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Alexandra Maravel

Alexandra Maravel

Adjunct Professor of History

Email: maravela@ccsu.edu

Alexandra Maravel received her A.B. degree from Wellesley College in 1974 and her J.D. in 1977 from Columbia University where she was a Harlan Fiske Stone Scholar. She is a member of the bar of Connecticut as well as several other states. She was the editor of the Bureau of National Affairs’ International Trade Reporter Import Reference Manual from 1986 through 2011.

Professor Maravel’s career illustrates that life is full of wonderful surprises. You can use your intellect, your passion, and your research and writing skills to pursue any goal and adapt to profound changes in the world. When she practiced law her career took her all over the nation and across the great divide between a time of paper, pens and typewriters to a time of digital databases, computer interfaces and a world of libraries open at the stroke of a key.

After writing a treatise on U.S. import trade law, attorney Maravel eventually became associate professor Maravel at New York Law School. Teaching and writing in the field of international law led her to a legal conference that sparked an interest in legal history that changed her life’s direction once again. U.S. legal history became her new research passion and teaching history instead of law allowed her to continue the immense pleasure of the classroom.

Professor Maravel has taught all levels of U.S. history, from entry level surveys, through the historical methods course, to the history major’s capstone experience. She has also taught legal research methods for historians at the graduate level. Her career in the CSU system includes full-time positions at Central as well as Southern, in addition to her current adjunct position.

Along the winding path of her career Professor Maravel has met some amazing students, and students continue to make her job sheer joy. If you had asked her at the beginning of her working life if she’d be doing this today, she would have said no. Life just kept surprising her. She can think of no profession more challenging or fulfilling than teaching.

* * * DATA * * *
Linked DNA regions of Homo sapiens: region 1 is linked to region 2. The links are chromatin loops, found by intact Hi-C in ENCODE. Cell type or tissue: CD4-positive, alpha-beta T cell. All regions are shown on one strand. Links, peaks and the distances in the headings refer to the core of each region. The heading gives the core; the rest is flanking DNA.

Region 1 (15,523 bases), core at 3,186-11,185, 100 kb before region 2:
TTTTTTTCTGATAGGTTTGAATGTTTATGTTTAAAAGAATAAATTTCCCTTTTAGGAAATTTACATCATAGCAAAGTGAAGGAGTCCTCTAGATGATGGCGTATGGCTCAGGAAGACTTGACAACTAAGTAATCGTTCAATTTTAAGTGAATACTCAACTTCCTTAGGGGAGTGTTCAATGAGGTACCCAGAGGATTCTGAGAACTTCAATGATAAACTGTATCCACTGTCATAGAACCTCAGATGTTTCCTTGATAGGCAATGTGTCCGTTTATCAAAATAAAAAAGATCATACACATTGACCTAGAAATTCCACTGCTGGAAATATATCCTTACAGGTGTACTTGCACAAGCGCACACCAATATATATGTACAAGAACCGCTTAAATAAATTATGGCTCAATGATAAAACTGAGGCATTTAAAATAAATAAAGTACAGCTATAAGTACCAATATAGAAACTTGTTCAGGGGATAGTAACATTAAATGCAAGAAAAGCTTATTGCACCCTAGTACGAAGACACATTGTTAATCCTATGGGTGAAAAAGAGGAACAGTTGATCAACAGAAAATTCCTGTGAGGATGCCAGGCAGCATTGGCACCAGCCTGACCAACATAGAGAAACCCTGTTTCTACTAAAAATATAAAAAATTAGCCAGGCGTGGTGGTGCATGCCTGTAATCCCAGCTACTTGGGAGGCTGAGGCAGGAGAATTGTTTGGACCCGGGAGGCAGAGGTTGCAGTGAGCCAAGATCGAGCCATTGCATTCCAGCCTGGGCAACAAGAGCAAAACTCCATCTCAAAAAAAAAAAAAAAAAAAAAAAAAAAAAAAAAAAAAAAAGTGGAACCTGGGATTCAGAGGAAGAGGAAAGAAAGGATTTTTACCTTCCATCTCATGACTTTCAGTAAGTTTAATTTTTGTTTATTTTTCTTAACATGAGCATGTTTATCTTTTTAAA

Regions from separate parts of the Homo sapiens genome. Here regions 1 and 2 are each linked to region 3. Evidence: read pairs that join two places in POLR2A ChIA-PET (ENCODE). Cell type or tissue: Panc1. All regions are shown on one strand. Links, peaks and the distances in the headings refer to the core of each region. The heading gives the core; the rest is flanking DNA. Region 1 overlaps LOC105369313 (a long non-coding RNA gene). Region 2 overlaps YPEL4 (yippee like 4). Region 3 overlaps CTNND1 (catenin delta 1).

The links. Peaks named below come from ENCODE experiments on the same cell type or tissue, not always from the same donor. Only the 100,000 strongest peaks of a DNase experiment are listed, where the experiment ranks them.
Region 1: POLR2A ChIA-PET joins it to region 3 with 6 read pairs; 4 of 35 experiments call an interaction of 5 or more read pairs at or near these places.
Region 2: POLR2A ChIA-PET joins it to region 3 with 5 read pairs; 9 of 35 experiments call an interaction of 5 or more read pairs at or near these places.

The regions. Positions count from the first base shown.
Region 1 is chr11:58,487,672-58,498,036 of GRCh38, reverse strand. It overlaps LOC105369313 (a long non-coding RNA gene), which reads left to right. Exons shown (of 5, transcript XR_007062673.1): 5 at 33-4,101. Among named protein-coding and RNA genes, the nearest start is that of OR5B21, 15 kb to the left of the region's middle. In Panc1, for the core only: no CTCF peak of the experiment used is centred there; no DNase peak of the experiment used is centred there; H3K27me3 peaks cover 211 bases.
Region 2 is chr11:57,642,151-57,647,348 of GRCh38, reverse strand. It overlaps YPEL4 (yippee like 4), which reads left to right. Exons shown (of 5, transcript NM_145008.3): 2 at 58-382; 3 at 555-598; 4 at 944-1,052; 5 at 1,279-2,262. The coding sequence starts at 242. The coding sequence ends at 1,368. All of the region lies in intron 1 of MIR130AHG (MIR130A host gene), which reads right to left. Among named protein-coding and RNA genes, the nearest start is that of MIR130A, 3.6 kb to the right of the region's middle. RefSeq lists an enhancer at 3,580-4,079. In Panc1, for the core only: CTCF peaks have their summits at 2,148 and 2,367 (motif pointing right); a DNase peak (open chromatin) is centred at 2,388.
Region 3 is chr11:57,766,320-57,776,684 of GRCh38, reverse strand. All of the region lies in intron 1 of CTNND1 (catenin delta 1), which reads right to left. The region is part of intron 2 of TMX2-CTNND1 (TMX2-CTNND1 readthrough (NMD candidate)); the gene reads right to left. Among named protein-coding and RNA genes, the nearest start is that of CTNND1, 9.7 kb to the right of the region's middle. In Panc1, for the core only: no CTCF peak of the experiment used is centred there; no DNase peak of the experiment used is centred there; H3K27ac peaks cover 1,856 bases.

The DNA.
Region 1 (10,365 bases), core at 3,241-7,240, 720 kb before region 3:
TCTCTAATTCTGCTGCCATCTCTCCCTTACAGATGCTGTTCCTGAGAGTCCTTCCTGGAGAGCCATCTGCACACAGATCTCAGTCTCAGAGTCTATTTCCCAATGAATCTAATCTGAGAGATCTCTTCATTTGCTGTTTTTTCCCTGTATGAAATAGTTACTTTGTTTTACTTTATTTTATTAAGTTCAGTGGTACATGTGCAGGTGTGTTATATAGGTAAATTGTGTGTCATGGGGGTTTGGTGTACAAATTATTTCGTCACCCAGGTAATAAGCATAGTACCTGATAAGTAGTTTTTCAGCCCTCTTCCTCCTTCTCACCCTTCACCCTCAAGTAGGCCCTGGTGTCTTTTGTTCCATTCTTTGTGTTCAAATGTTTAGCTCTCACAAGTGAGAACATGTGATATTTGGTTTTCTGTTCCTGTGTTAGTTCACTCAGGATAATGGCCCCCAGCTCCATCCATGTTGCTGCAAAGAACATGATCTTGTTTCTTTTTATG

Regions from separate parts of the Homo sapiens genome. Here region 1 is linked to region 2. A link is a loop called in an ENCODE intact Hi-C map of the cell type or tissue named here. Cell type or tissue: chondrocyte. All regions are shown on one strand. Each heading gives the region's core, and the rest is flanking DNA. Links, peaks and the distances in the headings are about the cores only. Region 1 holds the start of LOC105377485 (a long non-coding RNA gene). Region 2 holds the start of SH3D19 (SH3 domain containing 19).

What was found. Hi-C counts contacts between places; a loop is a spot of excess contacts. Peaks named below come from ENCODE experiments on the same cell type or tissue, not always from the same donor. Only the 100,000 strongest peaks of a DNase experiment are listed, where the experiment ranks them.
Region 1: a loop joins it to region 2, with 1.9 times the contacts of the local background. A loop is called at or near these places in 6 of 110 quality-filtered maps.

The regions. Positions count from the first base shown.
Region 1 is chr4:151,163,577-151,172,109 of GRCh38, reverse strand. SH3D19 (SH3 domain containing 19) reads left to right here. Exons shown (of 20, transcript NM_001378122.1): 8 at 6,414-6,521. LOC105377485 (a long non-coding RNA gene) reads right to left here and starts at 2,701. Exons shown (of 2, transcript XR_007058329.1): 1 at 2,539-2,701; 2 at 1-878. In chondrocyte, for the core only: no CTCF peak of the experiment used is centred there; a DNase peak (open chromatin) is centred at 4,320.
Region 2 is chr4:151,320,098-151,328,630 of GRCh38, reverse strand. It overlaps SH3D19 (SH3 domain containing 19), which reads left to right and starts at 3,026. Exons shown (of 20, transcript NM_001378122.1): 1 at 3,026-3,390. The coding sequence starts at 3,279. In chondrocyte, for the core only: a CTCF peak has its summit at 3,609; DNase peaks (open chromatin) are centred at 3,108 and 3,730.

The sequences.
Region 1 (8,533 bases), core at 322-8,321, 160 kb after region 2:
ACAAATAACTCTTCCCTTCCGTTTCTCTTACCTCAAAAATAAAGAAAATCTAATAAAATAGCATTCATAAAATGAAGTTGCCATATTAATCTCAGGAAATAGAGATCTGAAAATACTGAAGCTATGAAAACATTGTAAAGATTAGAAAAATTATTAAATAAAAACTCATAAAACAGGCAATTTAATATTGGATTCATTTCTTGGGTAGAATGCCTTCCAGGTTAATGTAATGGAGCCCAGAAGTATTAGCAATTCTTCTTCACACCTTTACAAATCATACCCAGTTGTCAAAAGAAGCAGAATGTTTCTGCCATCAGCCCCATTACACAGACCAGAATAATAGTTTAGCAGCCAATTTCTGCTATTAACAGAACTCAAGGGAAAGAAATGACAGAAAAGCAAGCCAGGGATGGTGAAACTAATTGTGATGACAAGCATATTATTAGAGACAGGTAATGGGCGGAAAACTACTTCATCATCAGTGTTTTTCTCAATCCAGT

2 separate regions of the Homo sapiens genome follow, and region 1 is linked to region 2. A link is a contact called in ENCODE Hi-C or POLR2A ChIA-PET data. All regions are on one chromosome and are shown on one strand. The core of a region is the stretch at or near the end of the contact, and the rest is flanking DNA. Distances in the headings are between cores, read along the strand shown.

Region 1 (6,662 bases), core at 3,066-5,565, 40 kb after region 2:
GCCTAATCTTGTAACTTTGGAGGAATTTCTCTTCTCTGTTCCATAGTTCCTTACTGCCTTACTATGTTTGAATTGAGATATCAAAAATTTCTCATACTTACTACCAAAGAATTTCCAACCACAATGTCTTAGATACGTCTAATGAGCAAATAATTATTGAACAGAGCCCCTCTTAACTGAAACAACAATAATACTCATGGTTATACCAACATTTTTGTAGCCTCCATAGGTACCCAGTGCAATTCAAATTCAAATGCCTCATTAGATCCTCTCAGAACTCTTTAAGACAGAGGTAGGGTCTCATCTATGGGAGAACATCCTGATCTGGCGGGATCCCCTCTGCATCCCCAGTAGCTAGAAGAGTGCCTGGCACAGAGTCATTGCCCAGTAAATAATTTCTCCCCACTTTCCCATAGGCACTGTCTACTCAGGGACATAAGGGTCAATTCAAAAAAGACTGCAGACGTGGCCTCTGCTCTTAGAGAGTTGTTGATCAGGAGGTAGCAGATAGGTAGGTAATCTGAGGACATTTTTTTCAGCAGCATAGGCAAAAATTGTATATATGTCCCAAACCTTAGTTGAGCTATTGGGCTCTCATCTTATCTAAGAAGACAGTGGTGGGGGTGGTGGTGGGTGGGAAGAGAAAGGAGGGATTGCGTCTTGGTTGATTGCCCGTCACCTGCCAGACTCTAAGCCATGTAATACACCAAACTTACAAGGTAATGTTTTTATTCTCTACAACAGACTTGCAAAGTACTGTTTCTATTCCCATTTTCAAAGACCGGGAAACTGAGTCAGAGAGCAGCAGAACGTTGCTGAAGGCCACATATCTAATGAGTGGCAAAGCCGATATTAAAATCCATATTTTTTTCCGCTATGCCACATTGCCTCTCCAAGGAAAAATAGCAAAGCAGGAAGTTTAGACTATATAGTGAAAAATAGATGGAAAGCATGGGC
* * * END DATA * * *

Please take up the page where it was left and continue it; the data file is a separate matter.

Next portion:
Selected publications:

  • United States Import Trade Law , with Eugene T. Rossides, (Butterworths, 1992).
  • Foreign Unfair Competition: Practice and Procedure, with Eugene T. Rossides, (The Bureau of National Affairs, 4th ed. 1999). 
  • “A Wongunk Women’s Community and Connecticut Law,” with Katherine A. Hermes, in Eighteenth Century Native Communities of Southern New England In the Colonial Context, ed. Jack Campisi.  (Mashantucket, CT: The Mashantucket Pequot Museum and Research Center, 2006).
  • “‘I, Pampenum’: Native American Women’s Use of Connecticut’s Colonial Courts,” with Katherine A. Hermes, in Communities of Women, eds. Barbara Brooks and Dorothy Page, (Dunedin, NZ: University of Otago Press, 2002).
  • “The Public Face of Uncas: Documents from Colonial Records,” Connecticut History 43, no. 2 (Fall, 2004). 
  • “Intercountry Adoption and the Flight From Unwed Fathers’ Rights: Whose Right Is It Anyway?” 48 South Carolina Law Review 498 (1997).
  • “Constructing Democracy in the North American Free Trade Area,” 16Northwestern Journal of International Law and Business 331 (1996).
  • “The U.N. Convention on the Rights of the Child and the Hague Conference on Private International Law: The Dynamics of Children’s Rights Through Legal Strata,” 6 Transnational Law and Contemporary Problemsa Journal of the University of Iowa College of Law 309 (1996).
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